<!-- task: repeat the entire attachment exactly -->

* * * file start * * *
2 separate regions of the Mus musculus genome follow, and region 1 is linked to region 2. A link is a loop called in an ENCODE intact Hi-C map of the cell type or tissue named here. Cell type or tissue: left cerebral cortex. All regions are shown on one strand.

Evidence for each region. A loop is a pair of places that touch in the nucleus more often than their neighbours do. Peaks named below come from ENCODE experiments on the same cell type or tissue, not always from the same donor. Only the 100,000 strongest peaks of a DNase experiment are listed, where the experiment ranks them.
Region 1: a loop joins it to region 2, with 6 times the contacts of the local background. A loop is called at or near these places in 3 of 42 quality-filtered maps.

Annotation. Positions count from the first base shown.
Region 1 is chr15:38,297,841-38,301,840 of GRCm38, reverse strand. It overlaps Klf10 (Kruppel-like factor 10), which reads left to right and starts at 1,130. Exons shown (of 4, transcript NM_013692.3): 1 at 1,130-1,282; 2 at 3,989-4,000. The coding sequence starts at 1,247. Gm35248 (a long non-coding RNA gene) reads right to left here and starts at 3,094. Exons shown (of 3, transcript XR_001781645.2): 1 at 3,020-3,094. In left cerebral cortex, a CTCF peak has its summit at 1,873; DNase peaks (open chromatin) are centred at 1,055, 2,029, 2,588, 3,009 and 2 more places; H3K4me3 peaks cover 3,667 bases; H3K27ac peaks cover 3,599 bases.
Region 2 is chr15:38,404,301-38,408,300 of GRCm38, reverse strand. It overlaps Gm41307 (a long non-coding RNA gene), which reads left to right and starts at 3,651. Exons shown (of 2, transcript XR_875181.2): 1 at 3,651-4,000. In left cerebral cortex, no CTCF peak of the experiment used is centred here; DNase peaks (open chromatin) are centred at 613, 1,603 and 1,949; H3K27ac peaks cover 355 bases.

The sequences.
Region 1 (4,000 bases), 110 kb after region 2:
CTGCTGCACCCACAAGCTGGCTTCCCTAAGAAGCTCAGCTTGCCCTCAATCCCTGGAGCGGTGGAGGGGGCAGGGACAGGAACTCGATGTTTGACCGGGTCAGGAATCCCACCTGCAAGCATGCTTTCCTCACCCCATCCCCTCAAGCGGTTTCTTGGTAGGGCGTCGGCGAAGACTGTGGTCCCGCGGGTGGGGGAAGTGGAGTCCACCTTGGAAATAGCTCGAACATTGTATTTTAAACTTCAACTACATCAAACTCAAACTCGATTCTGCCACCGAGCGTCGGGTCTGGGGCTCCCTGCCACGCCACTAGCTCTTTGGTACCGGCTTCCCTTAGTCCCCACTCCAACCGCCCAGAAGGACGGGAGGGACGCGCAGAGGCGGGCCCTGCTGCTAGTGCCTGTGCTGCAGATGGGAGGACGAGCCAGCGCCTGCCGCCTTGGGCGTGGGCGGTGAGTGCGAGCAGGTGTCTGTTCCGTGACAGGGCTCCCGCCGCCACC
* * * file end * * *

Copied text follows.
2 separate regions of the Mus musculus genome follow, and region 1 is linked to region 2. A link is a loop called in an ENCODE intact Hi-C map of the cell type or tissue named here. Cell type or tissue: left cerebral cortex. All regions are shown on one strand.

Evidence for each region. A loop is a pair of places that touch in the nucleus more often than their neighbours do. Peaks named below come from ENCODE experiments on the same cell type or tissue, not always from the same donor. Only the 100,000 strongest peaks of a DNase experiment are listed, where the experiment ranks them.
Region 1: a loop joins it to region 2, with 6 times the contacts of the local background. A loop is called at or near these places in 3 of 42 quality-filtered maps.

Annotation. Positions count from the first base shown.
Region 1 is chr15:38,297,841-38,301,840 of GRCm38, reverse strand. It overlaps Klf10 (Kruppel-like factor 10), which reads left to right and starts at 1,130. Exons shown (of 4, transcript NM_013692.3): 1 at 1,130-1,282; 2 at 3,989-4,000. The coding sequence starts at 1,247. Gm35248 (a long non-coding RNA gene) reads right to left here and starts at 3,094. Exons shown (of 3, transcript XR_001781645.2): 1 at 3,020-3,094. In left cerebral cortex, a CTCF peak has its summit at 1,873; DNase peaks (open chromatin) are centred at 1,055, 2,029, 2,588, 3,009 and 2 more places; H3K4me3 peaks cover 3,667 bases; H3K27ac peaks cover 3,599 bases.
Region 2 is chr15:38,404,301-38,408,300 of GRCm38, reverse strand. It overlaps Gm41307 (a long non-coding RNA gene), which reads left to right and starts at 3,651. Exons shown (of 2, transcript XR_875181.2): 1 at 3,651-4,000. In left cerebral cortex, no CTCF peak of the experiment used is centred here; DNase peaks (open chromatin) are centred at 613, 1,603 and 1,949; H3K27ac peaks cover 355 bases.

The sequences.
Region 1 (4,000 bases), 110 kb after region 2:
CTGCTGCACCCACAAGCTGGCTTCCCTAAGAAGCTCAGCTTGCCCTCAATCCCTGGAGCGGTGGAGGGGGCAGGGACAGGAACTCGATGTTTGACCGGGTCAGGAATCCCACCTGCAAGCATGCTTTCCTCACCCCATCCCCTCAAGCGGTTTCTTGGTAGGGCGTCGGCGAAGACTGTGGTCCCGCGGGTGGGGGAAGTGGAGTCCACCTTGGAAATAGCTCGAACATTGTATTTTAAACTTCAACTACATCAAACTCAAACTCGATTCTGCCACCGAGCGTCGGGTCTGGGGCTCCCTGCCACGCCACTAGCTCTTTGGTACCGGCTTCCCTTAGTCCCCACTCCAACCGCCCAGAAGGACGGGAGGGACGCGCAGAGGCGGGCCCTGCTGCTAGTGCCTGTGCTGCAGATGGGAGGACGAGCCAGCGCCTGCCGCCTTGGGCGTGGGCGGTGAGTGCGAGCAGGTGTCTGTTCCGTGACAGGGCTCCCGCCGCCACC